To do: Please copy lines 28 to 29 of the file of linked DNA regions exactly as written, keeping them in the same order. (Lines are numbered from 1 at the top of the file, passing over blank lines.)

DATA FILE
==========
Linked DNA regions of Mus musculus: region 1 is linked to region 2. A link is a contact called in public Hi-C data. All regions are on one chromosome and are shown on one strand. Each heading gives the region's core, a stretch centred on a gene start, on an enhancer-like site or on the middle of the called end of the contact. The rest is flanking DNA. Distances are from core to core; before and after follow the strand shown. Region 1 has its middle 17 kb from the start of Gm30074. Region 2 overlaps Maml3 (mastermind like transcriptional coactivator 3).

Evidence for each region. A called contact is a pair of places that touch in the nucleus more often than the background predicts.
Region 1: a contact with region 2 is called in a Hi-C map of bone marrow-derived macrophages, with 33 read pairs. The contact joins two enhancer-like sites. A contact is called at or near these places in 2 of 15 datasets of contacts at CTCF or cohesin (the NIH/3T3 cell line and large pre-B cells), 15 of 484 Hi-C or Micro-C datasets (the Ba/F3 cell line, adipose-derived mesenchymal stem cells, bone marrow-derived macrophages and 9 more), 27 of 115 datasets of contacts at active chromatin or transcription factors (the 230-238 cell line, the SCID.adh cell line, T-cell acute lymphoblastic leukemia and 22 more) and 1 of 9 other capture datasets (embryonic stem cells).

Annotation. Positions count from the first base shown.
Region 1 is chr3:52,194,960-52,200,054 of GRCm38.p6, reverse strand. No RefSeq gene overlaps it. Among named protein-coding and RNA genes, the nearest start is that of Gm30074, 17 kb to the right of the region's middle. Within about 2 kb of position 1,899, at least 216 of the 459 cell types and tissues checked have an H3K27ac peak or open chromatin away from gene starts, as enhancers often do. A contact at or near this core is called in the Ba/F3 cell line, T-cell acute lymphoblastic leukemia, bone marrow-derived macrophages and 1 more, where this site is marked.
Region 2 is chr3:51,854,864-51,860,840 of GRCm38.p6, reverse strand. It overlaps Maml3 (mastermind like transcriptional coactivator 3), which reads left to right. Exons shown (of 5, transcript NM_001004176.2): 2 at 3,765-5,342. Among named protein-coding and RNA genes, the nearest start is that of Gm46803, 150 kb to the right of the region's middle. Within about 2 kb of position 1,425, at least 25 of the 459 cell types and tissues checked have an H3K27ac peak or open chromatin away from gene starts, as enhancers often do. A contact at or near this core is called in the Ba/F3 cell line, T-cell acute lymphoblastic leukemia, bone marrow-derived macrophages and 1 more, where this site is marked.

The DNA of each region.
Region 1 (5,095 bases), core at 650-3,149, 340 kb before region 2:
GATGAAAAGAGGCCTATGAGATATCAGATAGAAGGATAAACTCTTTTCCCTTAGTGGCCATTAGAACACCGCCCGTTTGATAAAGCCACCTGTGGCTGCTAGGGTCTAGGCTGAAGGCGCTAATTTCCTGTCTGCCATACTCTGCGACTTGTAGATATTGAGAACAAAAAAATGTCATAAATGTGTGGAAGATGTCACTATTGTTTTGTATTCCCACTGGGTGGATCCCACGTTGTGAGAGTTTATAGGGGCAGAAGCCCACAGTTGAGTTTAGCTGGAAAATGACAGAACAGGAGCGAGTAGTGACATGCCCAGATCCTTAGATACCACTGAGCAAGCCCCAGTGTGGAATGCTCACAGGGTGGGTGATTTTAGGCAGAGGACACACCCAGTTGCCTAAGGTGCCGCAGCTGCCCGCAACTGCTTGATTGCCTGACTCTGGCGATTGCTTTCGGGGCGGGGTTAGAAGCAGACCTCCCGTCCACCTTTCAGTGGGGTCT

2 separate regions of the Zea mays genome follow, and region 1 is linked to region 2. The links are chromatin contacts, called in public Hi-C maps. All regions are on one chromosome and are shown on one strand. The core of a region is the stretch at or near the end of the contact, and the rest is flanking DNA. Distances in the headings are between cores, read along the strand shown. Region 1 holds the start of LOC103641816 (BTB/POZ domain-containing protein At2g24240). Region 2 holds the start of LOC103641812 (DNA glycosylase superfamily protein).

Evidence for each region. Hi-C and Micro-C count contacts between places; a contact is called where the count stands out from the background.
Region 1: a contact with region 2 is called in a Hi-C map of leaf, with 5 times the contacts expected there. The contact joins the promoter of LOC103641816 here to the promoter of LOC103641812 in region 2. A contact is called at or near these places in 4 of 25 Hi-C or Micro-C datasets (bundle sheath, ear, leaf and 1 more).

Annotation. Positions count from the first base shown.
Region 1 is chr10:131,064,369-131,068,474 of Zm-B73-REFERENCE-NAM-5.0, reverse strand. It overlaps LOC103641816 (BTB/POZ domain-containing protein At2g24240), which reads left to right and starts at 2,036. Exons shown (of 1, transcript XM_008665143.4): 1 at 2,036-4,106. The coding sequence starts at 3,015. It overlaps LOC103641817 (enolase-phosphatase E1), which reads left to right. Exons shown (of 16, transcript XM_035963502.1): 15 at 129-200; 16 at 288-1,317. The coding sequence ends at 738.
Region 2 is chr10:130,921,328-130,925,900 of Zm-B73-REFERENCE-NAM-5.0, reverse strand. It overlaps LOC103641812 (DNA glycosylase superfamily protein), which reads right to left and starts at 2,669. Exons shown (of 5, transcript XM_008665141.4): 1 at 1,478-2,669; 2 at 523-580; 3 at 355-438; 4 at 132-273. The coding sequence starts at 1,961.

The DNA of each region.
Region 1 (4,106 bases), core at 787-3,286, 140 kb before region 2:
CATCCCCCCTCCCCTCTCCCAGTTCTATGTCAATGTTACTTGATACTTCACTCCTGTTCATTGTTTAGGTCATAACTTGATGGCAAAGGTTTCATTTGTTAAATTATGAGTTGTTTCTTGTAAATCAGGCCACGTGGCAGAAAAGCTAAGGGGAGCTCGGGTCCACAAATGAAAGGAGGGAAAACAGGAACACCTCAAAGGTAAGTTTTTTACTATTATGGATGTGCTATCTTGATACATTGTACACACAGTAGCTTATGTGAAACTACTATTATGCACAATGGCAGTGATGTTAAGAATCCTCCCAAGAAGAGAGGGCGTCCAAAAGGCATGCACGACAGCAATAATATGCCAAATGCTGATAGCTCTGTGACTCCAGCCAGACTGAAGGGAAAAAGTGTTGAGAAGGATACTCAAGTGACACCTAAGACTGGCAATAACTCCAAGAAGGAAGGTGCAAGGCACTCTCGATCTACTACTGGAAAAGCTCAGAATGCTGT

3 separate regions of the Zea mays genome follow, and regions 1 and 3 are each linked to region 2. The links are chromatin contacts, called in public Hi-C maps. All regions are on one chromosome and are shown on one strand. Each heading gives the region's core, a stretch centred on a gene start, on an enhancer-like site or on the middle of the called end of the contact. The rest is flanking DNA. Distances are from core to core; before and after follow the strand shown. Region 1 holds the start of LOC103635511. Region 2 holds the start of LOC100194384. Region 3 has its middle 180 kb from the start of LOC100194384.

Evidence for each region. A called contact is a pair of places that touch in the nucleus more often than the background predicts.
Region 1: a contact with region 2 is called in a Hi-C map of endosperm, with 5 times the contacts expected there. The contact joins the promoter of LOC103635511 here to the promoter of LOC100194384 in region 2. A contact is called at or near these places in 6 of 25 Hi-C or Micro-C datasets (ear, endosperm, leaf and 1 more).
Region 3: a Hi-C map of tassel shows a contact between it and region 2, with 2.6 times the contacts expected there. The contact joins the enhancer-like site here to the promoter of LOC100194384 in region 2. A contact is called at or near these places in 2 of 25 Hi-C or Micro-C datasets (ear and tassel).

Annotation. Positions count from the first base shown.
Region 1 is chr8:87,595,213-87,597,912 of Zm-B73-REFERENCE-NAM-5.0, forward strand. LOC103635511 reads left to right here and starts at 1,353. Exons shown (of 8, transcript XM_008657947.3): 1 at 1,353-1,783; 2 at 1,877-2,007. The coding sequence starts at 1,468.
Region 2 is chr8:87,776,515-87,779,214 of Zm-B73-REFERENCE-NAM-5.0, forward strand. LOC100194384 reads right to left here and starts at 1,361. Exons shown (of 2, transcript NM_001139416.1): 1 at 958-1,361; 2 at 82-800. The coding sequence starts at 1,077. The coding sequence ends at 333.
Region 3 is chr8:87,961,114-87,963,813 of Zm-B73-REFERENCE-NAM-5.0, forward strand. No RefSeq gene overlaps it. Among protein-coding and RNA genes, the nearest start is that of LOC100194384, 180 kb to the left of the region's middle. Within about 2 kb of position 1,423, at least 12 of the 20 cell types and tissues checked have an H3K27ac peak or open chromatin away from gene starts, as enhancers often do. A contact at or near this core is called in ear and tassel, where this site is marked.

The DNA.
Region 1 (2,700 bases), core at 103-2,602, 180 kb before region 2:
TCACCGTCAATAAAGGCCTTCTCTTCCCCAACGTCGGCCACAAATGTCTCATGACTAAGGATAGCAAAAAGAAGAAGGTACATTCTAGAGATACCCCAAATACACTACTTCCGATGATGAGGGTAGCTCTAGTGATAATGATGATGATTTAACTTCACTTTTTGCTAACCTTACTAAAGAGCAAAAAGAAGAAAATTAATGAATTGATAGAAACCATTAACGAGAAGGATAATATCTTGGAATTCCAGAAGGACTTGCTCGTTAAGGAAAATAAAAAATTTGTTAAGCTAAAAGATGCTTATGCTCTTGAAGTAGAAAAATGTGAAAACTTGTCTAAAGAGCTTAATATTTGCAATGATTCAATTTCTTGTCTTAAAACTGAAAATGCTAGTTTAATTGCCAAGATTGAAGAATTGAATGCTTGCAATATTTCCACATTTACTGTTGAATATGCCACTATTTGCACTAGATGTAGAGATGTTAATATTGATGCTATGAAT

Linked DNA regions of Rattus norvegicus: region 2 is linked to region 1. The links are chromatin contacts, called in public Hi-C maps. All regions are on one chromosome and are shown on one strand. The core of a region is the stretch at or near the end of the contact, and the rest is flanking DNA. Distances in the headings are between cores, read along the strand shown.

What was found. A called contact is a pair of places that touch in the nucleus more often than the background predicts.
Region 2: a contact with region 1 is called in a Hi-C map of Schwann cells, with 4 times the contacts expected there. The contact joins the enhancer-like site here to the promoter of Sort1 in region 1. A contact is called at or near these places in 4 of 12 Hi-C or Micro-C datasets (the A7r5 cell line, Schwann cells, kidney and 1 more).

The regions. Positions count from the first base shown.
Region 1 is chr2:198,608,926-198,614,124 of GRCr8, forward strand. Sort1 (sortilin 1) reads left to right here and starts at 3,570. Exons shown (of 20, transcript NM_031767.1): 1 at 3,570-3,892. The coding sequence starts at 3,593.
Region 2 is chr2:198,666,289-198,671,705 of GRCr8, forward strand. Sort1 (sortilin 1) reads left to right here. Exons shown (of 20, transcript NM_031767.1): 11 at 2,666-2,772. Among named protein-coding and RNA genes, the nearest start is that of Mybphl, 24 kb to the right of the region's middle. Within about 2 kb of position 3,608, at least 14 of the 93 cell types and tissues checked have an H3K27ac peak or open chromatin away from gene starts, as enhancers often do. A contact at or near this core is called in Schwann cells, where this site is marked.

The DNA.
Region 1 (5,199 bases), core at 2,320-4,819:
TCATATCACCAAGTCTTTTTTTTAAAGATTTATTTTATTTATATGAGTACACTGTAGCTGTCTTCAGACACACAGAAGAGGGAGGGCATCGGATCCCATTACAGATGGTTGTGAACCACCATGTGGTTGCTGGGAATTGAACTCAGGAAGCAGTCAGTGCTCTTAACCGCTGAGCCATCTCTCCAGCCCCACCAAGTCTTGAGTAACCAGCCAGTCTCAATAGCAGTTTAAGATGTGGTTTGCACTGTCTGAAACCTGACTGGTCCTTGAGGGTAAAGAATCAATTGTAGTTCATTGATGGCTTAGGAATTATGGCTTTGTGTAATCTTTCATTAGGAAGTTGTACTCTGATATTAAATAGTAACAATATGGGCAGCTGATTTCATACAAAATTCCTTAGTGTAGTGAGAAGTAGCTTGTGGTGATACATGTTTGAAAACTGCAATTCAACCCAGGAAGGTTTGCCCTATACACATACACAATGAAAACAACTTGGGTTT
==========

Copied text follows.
Region 1 (2,700 bases), core at 103-2,602, 180 kb before region 2:
TCACCGTCAATAAAGGCCTTCTCTTCCCCAACGTCGGCCACAAATGTCTCATGACTAAGGATAGCAAAAAGAAGAAGGTACATTCTAGAGATACCCCAAATACACTACTTCCGATGATGAGGGTAGCTCTAGTGATAATGATGATGATTTAACTTCACTTTTTGCTAACCTTACTAAAGAGCAAAAAGAAGAAAATTAATGAATTGATAGAAACCATTAACGAGAAGGATAATATCTTGGAATTCCAGAAGGACTTGCTCGTTAAGGAAAATAAAAAATTTGTTAAGCTAAAAGATGCTTATGCTCTTGAAGTAGAAAAATGTGAAAACTTGTCTAAAGAGCTTAATATTTGCAATGATTCAATTTCTTGTCTTAAAACTGAAAATGCTAGTTTAATTGCCAAGATTGAAGAATTGAATGCTTGCAATATTTCCACATTTACTGTTGAATATGCCACTATTTGCACTAGATGTAGAGATGTTAATATTGATGCTATGAAT